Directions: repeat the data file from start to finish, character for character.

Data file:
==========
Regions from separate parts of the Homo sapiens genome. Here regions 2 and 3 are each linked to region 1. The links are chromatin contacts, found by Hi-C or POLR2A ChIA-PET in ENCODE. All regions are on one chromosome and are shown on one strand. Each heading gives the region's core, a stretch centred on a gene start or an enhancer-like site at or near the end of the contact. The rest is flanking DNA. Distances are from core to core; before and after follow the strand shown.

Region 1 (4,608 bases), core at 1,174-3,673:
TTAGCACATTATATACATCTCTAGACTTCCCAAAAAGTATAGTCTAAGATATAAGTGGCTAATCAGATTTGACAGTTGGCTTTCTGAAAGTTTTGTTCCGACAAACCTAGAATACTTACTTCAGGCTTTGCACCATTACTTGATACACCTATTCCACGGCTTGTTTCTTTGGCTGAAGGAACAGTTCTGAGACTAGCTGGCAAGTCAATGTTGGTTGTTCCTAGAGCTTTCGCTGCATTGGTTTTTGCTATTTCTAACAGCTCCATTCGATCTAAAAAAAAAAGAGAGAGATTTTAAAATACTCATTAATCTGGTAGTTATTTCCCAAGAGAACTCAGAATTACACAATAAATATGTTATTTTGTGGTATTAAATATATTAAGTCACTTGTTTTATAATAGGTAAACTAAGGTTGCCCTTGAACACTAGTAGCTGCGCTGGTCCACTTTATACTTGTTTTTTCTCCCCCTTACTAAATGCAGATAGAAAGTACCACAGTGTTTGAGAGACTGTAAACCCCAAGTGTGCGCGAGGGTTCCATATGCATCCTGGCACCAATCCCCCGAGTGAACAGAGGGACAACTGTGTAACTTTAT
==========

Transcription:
Regions from separate parts of the Homo sapiens genome. Here regions 2 and 3 are each linked to region 1. The links are chromatin contacts, found by Hi-C or POLR2A ChIA-PET in ENCODE. All regions are on one chromosome and are shown on one strand. Each heading gives the region's core, a stretch centred on a gene start or an enhancer-like site at or near the end of the contact. The rest is flanking DNA. Distances are from core to core; before and after follow the strand shown.

Region 1 (4,608 bases), core at 1,174-3,673:
TTAGCACATTATATACATCTCTAGACTTCCCAAAAAGTATAGTCTAAGATATAAGTGGCTAATCAGATTTGACAGTTGGCTTTCTGAAAGTTTTGTTCCGACAAACCTAGAATACTTACTTCAGGCTTTGCACCATTACTTGATACACCTATTCCACGGCTTGTTTCTTTGGCTGAAGGAACAGTTCTGAGACTAGCTGGCAAGTCAATGTTGGTTGTTCCTAGAGCTTTCGCTGCATTGGTTTTTGCTATTTCTAACAGCTCCATTCGATCTAAAAAAAAAAGAGAGAGATTTTAAAATACTCATTAATCTGGTAGTTATTTCCCAAGAGAACTCAGAATTACACAATAAATATGTTATTTTGTGGTATTAAATATATTAAGTCACTTGTTTTATAATAGGTAAACTAAGGTTGCCCTTGAACACTAGTAGCTGCGCTGGTCCACTTTATACTTGTTTTTTCTCCCCCTTACTAAATGCAGATAGAAAGTACCACAGTGTTTGAGAGACTGTAAACCCCAAGTGTGCGCGAGGGTTCCATATGCATCCTGGCACCAATCCCCCGAGTGAACAGAGGGACAACTGTGTAACTTTAT